We are delighted to share the key findings of the report below. Our data sources are The Airline Analyst and The Airline Analyst Financial Ratings.
In 2020/21, 47 airline groups generated aggregate positive EBITDAR of $20 billion, while 65 had a $44 billion EBITDAR loss. Most of the group of 47 shared a common trait: the strength and size of their cargo operations.
There were some significant regional differences:
• Partial recovery in the USA, Latin America and China;
• Strength in North East Asia;
• Surprising strength in the Middle East, with Air Arabia our top ranked airline for the second successive year;
• Weakness in Southeast Asia
Liquidity was the dominant factor in determining airline rankings but we should be careful not to overstate liquidity by comparing it with the latest revenues. It should be compared with ‘normal’ revenues as presented in Airline Top 100.
There were huge variances in the development of the EBITDAR break-even load factor. Some airlines show a clear pursuit of managing for cash, others less so.
Many airlines have reduced costs sufficiently or have had other sources of revenue, particularly cargo, so that their passenger break-even load factor has declined to the teens. Examples include Singapore Airlines and Cathay Pacific Airways.
Others with still significant cargo revenues have also achieved sizeable reductions in their break-even levels, this applies particularly to network carriers with relatively high yields. Examples include Air France-KLM down from 78% to 51%, Delta from 75% to 65%, Emirates from 56% to 38%, and Lufthansa from 78% to 60%.
At the other extreme are a number of LCCs with EBITDAR break-even load factors significantly above 100%. This is especially true in Southeast Asia.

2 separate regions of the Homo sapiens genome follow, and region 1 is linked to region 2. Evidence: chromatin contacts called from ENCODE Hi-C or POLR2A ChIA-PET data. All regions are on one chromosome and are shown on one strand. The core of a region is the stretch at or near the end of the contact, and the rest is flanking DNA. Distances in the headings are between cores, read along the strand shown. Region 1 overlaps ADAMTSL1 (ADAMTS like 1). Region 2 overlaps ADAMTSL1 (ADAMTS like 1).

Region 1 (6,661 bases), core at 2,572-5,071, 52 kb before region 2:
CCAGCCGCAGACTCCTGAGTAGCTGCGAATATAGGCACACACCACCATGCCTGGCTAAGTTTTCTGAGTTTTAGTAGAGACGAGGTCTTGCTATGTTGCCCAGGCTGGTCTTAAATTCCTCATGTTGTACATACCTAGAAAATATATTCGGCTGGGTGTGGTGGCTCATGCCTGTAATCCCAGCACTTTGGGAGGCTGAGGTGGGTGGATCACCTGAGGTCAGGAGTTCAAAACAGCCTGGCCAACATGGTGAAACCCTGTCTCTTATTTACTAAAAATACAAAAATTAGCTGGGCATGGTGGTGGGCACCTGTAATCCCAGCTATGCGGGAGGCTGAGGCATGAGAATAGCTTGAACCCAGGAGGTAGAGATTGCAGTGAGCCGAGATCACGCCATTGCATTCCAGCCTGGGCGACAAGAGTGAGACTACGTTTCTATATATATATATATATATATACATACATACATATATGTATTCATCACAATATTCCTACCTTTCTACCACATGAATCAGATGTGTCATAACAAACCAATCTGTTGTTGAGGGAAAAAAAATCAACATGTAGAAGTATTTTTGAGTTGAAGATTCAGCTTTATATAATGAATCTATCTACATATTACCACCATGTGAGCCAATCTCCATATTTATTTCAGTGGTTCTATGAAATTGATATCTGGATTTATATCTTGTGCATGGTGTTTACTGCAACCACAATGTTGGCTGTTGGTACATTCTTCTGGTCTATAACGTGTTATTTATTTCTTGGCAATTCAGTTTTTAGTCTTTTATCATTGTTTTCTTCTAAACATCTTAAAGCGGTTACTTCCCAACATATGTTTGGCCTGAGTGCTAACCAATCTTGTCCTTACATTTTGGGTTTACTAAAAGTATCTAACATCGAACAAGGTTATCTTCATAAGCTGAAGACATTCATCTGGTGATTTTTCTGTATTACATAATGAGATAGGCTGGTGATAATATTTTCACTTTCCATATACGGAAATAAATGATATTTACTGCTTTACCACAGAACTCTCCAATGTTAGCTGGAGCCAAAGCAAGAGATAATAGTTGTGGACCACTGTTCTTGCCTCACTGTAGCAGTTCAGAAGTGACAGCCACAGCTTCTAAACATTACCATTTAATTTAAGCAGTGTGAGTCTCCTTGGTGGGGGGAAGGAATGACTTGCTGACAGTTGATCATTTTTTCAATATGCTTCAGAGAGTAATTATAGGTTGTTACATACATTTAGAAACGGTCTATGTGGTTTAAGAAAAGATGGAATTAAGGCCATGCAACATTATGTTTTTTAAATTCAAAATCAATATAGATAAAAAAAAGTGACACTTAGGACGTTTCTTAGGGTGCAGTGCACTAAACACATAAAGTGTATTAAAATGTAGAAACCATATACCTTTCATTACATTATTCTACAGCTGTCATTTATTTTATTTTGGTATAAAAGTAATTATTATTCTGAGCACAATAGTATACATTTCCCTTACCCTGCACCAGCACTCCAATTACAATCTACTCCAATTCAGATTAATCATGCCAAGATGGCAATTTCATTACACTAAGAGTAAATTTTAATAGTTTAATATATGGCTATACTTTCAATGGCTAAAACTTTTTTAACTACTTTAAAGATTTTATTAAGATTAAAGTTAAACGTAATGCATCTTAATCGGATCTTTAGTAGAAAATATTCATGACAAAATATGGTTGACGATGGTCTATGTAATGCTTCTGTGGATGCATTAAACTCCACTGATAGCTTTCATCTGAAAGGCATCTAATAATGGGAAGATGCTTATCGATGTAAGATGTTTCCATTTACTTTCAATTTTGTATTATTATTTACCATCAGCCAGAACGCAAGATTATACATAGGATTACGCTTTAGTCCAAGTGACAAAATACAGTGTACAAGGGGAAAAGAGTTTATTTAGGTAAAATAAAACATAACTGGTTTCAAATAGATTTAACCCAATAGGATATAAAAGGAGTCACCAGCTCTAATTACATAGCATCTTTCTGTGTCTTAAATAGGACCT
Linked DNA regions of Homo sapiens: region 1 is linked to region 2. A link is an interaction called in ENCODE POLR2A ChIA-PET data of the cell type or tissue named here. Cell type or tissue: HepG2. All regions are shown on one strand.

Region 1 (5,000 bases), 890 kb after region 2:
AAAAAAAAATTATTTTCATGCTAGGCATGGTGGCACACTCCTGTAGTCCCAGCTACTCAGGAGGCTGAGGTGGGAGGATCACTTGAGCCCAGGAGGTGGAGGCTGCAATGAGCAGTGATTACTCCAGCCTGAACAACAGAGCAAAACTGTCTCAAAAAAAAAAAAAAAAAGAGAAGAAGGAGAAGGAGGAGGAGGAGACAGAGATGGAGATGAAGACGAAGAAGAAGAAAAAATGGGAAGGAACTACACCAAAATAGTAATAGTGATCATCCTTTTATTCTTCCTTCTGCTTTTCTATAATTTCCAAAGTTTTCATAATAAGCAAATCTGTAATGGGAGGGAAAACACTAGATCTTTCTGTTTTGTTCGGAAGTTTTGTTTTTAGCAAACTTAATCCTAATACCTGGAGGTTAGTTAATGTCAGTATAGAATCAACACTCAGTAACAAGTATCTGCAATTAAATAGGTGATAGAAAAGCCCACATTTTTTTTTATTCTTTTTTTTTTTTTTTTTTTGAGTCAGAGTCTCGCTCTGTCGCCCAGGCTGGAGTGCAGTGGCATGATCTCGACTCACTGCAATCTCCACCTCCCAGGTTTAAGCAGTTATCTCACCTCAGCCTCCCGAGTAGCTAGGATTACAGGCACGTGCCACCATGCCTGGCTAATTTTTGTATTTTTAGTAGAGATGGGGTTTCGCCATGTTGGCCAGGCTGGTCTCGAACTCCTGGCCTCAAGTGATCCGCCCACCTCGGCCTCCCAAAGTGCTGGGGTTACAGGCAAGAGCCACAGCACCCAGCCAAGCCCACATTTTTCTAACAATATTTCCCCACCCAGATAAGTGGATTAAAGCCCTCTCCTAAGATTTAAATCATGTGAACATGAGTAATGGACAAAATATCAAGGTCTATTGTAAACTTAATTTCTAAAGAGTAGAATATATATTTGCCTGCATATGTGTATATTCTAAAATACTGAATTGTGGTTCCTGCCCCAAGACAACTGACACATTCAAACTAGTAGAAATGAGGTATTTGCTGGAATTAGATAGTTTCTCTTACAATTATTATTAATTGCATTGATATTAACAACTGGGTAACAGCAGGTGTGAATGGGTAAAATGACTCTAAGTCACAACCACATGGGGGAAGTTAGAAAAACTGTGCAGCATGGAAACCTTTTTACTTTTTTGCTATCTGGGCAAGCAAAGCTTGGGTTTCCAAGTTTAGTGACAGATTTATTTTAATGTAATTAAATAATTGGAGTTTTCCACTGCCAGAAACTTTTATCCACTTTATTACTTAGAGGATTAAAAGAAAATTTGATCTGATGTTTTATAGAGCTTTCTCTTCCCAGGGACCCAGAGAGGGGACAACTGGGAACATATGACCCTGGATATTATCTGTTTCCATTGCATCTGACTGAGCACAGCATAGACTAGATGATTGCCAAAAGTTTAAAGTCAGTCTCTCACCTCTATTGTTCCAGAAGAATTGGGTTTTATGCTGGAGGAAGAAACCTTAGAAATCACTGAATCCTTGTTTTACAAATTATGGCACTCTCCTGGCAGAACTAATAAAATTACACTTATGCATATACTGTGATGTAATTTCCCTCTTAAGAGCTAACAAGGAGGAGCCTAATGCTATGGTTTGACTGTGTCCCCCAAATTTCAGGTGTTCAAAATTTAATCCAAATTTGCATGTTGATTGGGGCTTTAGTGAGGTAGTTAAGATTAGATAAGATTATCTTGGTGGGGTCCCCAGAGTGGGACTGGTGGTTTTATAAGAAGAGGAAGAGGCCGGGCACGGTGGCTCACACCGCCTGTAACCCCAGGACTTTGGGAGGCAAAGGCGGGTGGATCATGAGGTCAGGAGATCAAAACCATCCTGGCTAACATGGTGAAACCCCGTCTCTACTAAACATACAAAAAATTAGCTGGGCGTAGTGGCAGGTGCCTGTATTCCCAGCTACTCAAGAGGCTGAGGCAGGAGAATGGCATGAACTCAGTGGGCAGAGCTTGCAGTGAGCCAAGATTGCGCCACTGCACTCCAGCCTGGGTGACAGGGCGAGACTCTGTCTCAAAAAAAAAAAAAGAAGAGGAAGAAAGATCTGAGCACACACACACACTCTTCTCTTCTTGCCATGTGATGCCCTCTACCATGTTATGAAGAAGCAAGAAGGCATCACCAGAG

Passenger yield development is fascinating, and clearly influenced by a reduction in average stage length due to the reduction in long-haul flights. Thirty-seven of our sample achieved increases in yields, some very significant, though offset by increases in unit costs. Twenty-eight had yield decreases; these airlines were concentrated in Latin and North America plus some LCCs in other regions.
The data shows that a number of airlines are hanging on by their fingernails in terms of liquidity and access to capital - 29 had liquidity of less than 5% of normalised revenues.
In aggregate, our sample of airlines experienced negative cash flow from operations of $72 billion and incurred $53 billion of investments in 2020-21. Loan repayments were an additional $113 billion outflow. This was funded by loan drawdowns of $241 billion, equity raised of $40 billion and proceeds of sales and leasebacks of $8 billion. Cash at the beginning of the period was $76 billion and increased to $155 billion by the end of the year.
But all of this came at the cost of balance sheets. Balance sheet debt (including operating lease liabilities under ASC 842/IFRS 16) increased from $392 billion to $596 billion and the debt/equity ratio more than doubled from 2.3x to 5.4x.
Fixed charge cover (FCC), which best illustrates the affordability of increased debt servicing, can only be assessed on an individual carrier basis. Clearly all 65 who had an EBITDAR loss had a negative FCC ratio.
Of the positive-EBITDAR airlines, 25 had FCC of greater than one, and 28 had a value between zero and one. Analysts and investors should watch this ratio closely as the industry continues its recovery.
The Airline Analyst monitors all of these key parameters on a daily basis, keeping the dataset fully up to date. It now offers delivery of data via API to get it into clients’ workflows and analysis fast and efficiently.
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